This opening can be a real bear to play ... or play against. The reason? In a moments notice, play can transpose to virtually any other opening.  

For example, after 1...Nc6; 2.e4, e5;  we have transposed to a KP opening. After 1...d5; 2.d4, Nf6; 3.c4, we could have a Queen's Gambit. 

[In fact, the only opening, (right now); that has been ruled out would be the King's Gambit. 
  {The Knight on f3 blocks the KBP.}]   

Because of the nearly infinite possibilities of the openings (and P-structures) that can present themselves, even a master can go astray in this opening.  


This is a perfectly reasonable reply, Black hits the key center square. (d4) [Of course, after 2.e4, d6; we have transposed {again}, this time into a modern variation of the Sicilian Defense.]   

Black could also play 1...Nf6 or even 1...g6. In that way, we could transpose into any of the hyper-modern openings, or even a King's Indian/Modern Defense.  

It USED to be my personal preference to ALWAYS ... at least try to play ... the "Lasker's Defense" against the Reti opening. However, I discovered that after 1...d5; White can "trick" you and play 2.d4, when play is now in the realm of the double-QP opening. (This discovery made 1...d5 unusable when playing lower-rated players.) 


     [ After the moves:  1...d52.c4 c63.b3 Nf6;   
       Maybe the most flexible move that Black can play here.   

   ** ** ** ** ** ** **     ** ** ** ** ** ** **     ** ** ** ** ** ** **     ** ** ** ** ** ** **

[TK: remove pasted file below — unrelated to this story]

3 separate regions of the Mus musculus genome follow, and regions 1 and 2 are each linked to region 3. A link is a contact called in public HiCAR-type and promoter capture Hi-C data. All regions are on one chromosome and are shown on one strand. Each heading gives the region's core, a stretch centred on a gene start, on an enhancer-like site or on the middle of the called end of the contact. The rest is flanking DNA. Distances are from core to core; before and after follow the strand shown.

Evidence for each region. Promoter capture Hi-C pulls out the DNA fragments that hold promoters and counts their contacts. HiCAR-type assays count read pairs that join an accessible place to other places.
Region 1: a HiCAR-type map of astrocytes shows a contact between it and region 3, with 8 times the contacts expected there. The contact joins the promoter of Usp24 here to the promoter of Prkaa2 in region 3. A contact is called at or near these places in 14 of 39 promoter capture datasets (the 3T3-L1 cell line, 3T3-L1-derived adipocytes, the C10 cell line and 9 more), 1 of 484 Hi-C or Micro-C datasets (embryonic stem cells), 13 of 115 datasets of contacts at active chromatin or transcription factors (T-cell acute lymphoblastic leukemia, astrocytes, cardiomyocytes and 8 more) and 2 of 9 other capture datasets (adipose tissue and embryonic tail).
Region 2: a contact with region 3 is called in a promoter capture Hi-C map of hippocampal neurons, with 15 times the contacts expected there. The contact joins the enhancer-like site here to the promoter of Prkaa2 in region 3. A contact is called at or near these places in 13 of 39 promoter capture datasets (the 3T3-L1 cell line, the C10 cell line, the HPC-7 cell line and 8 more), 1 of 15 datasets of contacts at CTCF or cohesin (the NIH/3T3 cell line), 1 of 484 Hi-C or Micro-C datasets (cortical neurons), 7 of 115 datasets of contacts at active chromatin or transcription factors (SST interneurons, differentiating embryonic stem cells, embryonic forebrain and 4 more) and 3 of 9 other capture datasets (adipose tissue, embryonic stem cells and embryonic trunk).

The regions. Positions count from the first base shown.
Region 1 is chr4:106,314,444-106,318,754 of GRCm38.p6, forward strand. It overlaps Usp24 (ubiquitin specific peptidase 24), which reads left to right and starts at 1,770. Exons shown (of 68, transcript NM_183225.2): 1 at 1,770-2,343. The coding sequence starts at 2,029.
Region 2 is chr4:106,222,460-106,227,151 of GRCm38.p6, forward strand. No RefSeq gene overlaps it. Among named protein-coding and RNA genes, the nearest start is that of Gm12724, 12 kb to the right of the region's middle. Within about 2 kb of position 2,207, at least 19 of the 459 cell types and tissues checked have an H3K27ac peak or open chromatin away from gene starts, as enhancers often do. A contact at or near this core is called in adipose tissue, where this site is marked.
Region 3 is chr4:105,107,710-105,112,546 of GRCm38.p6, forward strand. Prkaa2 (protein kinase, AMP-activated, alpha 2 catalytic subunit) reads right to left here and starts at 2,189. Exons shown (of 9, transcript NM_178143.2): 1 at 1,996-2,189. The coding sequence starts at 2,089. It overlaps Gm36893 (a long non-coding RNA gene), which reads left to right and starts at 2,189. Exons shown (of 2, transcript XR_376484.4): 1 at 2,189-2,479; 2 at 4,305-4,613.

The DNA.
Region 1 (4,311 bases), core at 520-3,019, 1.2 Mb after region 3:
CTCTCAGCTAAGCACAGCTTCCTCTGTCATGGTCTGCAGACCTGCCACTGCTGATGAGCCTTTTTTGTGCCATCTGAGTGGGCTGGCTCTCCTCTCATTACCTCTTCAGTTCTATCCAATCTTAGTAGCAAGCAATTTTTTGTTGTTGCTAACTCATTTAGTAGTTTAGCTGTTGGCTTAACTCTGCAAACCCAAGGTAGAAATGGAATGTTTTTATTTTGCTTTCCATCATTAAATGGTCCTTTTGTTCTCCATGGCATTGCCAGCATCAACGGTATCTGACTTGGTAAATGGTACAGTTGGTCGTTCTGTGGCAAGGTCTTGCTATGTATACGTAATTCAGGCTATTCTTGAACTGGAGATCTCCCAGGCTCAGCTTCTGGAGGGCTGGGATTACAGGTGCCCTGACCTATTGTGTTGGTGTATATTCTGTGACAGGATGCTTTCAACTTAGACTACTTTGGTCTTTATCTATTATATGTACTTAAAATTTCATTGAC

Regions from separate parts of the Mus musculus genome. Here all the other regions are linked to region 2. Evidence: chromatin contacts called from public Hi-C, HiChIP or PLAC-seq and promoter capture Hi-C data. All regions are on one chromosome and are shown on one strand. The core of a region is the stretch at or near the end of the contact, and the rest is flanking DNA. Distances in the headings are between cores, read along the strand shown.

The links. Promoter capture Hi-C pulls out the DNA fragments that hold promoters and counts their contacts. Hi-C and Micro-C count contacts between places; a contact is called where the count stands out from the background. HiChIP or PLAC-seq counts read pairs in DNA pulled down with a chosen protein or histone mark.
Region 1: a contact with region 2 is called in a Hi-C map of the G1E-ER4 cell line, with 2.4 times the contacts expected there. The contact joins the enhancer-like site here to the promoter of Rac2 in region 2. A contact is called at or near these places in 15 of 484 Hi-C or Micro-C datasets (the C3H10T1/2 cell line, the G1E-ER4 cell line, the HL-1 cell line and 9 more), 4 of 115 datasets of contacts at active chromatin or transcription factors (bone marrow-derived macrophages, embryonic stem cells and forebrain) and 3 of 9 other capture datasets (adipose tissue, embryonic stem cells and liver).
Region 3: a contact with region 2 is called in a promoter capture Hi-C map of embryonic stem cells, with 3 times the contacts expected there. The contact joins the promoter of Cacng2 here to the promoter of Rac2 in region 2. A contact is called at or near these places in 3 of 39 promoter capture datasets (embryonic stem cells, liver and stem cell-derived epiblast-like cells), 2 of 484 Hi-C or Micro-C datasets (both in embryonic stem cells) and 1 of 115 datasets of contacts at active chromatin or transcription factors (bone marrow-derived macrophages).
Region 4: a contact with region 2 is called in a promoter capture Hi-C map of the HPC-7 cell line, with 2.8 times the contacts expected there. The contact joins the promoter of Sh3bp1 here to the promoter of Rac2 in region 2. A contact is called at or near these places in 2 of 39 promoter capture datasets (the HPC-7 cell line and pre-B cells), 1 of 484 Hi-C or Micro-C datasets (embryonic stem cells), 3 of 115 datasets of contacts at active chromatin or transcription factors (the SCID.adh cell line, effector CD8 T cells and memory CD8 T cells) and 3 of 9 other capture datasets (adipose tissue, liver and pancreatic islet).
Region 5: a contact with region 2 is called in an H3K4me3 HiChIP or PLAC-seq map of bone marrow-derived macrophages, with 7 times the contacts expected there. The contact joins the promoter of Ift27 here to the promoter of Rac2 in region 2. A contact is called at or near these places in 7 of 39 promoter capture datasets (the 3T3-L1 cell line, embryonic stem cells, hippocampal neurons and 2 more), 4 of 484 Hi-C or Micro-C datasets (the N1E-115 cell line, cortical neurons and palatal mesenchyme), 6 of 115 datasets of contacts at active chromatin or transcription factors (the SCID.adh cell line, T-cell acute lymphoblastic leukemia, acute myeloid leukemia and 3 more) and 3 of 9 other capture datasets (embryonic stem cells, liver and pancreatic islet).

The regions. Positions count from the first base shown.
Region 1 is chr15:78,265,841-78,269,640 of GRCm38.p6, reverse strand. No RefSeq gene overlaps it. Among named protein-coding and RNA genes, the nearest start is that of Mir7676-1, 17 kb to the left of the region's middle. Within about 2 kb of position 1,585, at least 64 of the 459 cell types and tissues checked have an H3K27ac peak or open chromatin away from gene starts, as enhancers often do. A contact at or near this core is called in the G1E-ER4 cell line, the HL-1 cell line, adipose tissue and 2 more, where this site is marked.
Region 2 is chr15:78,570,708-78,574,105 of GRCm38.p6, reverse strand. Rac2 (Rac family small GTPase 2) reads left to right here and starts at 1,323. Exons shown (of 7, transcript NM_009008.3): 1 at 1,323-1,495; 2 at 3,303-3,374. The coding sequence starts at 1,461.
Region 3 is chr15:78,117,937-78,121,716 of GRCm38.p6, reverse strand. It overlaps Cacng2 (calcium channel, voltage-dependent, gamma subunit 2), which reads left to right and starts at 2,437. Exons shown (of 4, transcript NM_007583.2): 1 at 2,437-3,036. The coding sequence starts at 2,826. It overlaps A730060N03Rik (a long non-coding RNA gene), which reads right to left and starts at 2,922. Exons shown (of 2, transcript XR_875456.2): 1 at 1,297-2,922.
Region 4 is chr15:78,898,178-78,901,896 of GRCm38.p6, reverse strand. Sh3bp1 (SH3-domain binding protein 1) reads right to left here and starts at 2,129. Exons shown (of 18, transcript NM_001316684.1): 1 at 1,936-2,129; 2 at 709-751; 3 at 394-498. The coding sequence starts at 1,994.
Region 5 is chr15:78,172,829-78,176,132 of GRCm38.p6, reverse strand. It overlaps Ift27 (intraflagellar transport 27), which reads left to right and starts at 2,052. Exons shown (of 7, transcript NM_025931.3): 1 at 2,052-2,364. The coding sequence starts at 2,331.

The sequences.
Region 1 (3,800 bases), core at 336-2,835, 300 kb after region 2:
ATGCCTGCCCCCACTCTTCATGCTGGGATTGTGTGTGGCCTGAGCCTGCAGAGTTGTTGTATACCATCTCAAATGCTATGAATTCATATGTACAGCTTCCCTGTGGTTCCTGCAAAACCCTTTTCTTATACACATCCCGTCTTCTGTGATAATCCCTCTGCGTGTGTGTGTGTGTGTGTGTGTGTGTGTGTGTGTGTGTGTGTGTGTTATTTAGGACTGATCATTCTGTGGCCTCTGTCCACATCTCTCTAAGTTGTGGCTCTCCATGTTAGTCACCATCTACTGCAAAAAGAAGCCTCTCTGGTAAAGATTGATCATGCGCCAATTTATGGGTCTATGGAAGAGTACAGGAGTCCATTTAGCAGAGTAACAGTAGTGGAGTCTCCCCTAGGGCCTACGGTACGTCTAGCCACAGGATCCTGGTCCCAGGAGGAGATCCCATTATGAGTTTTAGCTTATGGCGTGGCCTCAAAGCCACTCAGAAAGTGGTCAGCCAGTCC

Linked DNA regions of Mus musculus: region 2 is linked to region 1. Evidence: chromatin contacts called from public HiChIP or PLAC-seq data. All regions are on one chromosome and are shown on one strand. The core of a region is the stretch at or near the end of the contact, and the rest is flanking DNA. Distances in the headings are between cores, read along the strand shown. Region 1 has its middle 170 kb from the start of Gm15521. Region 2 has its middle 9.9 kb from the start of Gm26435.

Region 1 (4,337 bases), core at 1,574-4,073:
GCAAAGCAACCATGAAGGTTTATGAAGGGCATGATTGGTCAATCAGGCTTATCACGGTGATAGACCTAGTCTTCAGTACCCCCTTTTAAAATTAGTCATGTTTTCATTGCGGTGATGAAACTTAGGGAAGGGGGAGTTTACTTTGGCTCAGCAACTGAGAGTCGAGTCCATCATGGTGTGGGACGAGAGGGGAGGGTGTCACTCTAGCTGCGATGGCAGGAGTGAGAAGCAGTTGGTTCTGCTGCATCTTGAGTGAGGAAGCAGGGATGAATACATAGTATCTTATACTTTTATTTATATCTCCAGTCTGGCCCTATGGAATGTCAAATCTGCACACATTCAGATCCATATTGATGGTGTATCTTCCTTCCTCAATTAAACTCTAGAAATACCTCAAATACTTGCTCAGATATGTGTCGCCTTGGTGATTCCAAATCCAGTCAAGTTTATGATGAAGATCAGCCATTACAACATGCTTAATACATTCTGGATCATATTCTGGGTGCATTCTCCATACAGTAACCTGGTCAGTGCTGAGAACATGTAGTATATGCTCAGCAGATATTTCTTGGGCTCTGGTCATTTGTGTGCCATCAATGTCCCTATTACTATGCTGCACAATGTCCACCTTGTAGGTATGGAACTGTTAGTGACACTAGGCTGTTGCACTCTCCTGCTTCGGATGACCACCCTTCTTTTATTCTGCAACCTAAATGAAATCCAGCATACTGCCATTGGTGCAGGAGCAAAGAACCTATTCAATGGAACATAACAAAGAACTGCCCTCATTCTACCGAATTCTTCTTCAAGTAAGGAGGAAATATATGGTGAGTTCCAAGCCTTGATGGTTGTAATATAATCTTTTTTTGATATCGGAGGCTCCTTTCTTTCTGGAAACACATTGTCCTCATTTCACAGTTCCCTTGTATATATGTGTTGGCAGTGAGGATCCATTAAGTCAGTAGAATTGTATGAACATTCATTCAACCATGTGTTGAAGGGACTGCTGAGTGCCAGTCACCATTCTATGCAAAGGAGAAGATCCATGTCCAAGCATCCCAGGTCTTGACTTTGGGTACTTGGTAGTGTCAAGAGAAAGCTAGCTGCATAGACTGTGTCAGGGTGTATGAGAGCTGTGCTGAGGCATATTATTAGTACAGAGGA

( One of the earliest examples of a good way to meet the Reti was shown by the old master himself:   
               3...Bf5!?;  4.g3 Nf6;  5.Bg2 Nbd7;  6.Bb2 e6;  7.0-0 Bd6;  8.d3 0-0;  9.Nbd2 e5;    
               10.cxd5 cxd5;  11.Rc1 Qe7;  12.Rc2 a5;  13.a4 h6;  "~"  ("=/+")  with good play for Black.    
                R. Reti - E. Lasker; / ICT, New York, 1924. {Black won a nice game.} )   

   ** ** ** ** ** ** **     ** ** ** ** ** ** **     ** ** ** ** ** ** **     ** ** ** ** ** ** **  

       4.g3 Bg4!;   
       The second player develops his Queen's Bishop outside the pawn chain for active play here. 
       (Black can also play the Bishop to the f5-square as well, see the note just below.)   

   ** ** ** ** ** ** **     ** ** ** ** ** ** **     ** ** ** ** ** ** **     ** ** ** ** ** ** **   

            ( Black also gets a good game by playing the Bishop to f5, ... ... ...   
               for example:  4...Bf5;  5.Bg2 e6;  6.Bb2 Nbd7;  7.0-0 h6;  8.d3 Be7;  9.Nbd2 0-0; "~"    
               when Black has a solid position.  

               GM P. Harikrishna (2646) - GM L. Dominguez (2658) / [A12]